McDonald's has suspended sales of chicken nuggets and other items in Hong Kong after it said it imported products from Shanghai Husi Food, the U.S.-owned Chinese company at the center of a food safety scare in China.
McDonald's said it imported certain products from Shanghai Husi between July last year and June this year, although no food items from the Shanghai supplier remained in stock.
In Japan, McDonald's Holdings Co. (Japan) said on Friday it would halt all imports of chicken products from China and shift that business to Thailand, boosting purchases from existing suppliers McKey Foods Services (Thailand) Ltd., a unit of Keystone Foods, and Cargill Thailand.
Last year, Thailand supplied 62 percent of McDonald's Japan's chicken product imports, with China supplying the remainder.
McDonald's Japan said earlier this week that it sourced about a fifth of its Chicken McNuggets from Shanghai Husi and had halted sales of the product on Monday.
The food scandal broke after a TV report on Sunday showed staff at Shanghai Husi Food using long expired meat and picking up food from the floor to add back to the mix.
The fast-food company said in Hong Kong it had also stopped selling its McSpicy chicken filets, chicken and green salads, fresh corn cups and iced lemon tea. McDonald's said it had stopped using the following ingredients from another branch, Guangzhou Husi: lettuce, corn kernels, lemon slices, green salad, cucumber, onion and tomato.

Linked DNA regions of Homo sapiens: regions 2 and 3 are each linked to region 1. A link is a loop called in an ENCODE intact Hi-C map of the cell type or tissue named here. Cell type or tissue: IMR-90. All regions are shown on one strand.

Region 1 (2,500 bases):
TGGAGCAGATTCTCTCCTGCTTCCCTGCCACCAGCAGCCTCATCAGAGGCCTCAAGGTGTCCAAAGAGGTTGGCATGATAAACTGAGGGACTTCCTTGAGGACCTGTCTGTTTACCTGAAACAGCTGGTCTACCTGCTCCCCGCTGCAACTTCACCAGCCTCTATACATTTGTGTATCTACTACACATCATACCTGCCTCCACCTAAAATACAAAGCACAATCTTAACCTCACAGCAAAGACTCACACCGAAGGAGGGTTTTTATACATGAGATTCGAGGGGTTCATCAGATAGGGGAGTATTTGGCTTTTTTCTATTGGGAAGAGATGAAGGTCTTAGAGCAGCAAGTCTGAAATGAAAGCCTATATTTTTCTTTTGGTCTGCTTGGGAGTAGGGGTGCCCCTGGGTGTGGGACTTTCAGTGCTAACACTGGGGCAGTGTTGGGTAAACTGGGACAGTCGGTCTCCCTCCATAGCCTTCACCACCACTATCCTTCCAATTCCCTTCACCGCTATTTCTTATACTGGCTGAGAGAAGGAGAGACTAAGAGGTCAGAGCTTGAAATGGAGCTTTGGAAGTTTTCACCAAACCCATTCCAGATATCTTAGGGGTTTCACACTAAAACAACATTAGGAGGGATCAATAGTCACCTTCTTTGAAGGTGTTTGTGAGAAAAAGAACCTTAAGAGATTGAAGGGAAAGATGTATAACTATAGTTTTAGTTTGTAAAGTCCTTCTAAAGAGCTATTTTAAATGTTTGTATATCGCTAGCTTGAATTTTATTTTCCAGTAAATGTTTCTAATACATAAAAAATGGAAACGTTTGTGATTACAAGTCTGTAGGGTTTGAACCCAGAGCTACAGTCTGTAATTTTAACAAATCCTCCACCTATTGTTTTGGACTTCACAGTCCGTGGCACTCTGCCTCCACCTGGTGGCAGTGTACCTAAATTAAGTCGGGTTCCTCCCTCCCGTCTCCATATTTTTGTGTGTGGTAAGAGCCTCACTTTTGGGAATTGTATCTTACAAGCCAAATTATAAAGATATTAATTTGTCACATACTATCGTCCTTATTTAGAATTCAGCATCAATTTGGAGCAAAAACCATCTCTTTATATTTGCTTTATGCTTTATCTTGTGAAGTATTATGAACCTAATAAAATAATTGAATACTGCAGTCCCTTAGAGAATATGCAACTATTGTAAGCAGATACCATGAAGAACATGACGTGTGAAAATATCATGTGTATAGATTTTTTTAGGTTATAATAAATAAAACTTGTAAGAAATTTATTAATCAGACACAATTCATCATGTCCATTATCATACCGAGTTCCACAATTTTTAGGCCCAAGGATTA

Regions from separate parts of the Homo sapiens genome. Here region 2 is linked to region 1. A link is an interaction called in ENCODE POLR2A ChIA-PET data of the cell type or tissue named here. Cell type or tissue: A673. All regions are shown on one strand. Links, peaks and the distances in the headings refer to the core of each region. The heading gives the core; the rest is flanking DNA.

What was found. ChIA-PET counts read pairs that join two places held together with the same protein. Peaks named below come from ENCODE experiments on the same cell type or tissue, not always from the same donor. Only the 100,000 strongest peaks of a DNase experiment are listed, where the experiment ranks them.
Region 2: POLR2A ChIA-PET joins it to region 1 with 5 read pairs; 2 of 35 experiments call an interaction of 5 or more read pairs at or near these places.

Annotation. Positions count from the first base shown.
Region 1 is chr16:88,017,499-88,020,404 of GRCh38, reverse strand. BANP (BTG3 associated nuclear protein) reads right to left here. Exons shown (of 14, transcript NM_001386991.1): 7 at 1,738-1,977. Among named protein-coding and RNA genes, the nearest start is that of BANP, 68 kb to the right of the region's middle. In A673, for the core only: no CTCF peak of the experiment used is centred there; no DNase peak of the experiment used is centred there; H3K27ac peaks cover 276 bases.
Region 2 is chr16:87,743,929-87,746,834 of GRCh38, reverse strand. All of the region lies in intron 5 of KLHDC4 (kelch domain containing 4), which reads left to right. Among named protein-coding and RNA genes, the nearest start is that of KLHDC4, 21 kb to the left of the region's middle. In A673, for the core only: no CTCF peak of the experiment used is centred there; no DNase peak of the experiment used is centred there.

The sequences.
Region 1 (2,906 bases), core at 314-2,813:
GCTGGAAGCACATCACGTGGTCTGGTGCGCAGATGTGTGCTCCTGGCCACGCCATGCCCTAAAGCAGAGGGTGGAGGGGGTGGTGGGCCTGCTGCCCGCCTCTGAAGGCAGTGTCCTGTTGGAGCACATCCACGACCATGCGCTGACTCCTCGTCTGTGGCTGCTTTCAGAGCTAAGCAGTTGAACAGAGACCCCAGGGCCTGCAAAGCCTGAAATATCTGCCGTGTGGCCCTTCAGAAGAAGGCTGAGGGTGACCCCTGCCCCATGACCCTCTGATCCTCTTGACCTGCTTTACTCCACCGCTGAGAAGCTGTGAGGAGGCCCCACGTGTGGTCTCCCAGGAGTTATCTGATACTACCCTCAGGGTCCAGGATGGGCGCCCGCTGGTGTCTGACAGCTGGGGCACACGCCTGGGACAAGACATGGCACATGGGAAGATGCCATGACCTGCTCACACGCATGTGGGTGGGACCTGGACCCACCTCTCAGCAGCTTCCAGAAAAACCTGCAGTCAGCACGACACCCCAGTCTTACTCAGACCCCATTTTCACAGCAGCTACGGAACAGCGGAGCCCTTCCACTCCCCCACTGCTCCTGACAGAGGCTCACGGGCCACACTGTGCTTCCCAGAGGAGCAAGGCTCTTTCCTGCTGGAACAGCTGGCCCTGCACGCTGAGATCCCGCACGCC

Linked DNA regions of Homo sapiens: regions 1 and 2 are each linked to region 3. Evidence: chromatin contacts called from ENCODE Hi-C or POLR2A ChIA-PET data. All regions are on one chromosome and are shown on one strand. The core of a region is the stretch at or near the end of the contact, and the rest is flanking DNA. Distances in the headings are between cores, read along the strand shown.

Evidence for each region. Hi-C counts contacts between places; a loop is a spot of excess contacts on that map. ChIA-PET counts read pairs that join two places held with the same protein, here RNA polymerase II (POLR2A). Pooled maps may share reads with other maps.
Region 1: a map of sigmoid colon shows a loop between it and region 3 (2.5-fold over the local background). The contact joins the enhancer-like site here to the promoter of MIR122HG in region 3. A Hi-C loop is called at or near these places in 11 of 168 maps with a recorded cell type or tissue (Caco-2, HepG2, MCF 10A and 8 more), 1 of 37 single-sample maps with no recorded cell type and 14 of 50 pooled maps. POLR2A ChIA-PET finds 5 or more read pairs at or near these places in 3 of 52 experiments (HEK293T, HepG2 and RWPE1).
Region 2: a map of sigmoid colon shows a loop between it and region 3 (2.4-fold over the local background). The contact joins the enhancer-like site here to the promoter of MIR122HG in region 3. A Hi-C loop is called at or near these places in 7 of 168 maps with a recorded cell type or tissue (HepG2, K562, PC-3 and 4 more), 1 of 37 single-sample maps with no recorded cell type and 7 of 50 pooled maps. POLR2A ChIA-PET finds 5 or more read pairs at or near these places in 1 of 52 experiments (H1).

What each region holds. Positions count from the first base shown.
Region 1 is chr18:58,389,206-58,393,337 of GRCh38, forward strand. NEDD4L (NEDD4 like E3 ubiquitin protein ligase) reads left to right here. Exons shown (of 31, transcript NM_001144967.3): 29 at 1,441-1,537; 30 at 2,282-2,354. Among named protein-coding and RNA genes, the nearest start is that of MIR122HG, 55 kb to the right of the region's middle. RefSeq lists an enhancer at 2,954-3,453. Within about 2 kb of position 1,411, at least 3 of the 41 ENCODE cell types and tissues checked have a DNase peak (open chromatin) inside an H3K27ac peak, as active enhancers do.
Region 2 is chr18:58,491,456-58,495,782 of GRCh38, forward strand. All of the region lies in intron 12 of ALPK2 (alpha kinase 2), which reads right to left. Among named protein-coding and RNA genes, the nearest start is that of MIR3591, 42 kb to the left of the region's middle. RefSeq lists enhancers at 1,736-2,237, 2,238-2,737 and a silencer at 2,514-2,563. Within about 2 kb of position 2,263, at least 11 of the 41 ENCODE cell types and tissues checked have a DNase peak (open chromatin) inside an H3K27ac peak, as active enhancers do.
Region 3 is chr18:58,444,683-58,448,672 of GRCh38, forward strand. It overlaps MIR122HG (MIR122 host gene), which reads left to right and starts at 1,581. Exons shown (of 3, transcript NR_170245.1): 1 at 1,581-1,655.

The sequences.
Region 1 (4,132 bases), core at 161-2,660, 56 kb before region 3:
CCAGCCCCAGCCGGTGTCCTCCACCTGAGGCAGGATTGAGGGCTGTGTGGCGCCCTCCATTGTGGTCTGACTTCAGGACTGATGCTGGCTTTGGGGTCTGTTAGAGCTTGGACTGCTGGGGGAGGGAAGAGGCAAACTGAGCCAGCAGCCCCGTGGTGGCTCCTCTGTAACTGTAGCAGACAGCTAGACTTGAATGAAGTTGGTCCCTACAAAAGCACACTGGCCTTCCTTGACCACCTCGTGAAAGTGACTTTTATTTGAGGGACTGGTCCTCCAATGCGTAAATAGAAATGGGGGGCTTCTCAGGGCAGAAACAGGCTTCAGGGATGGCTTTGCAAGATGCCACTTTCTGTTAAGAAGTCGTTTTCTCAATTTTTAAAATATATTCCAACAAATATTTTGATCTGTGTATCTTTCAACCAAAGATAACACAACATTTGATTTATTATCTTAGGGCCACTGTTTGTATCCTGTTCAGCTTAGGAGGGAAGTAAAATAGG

“We reiterate that until today, all the food sold at McDonald's restaurants conform to the food safety standard under Hong Kong legal regulations,” McDonald's said.
The announcement came after Hong Kong said it had suspended all imports from Shanghai Husi Food, which is owned by Illinois-based OSI Group.
Hong Kong's Center for Food Safety said in a statement late on Thursday that any food products from Husi already imported into the city would be marked, sealed and banned from sale, pending the results of investigations by Chinese authorities.
China is McDonald's third-biggest market as measured by the number of restaurants.
The latest food safety scare in China has also ensnared KFC parent Yum Brands Inc., which has required all its KFC and Pizza Hut restaurants to seal up and stop using all meat materials supplied by the Husi factory.
There have been no reports of any consumers falling sick in the latest food scare.
Food safety is one of the top issues for Chinese consumers after a scandal in 2008 where dairy products tainted with the industrial chemical melamine led to the deaths of six infants and made many thousands sick.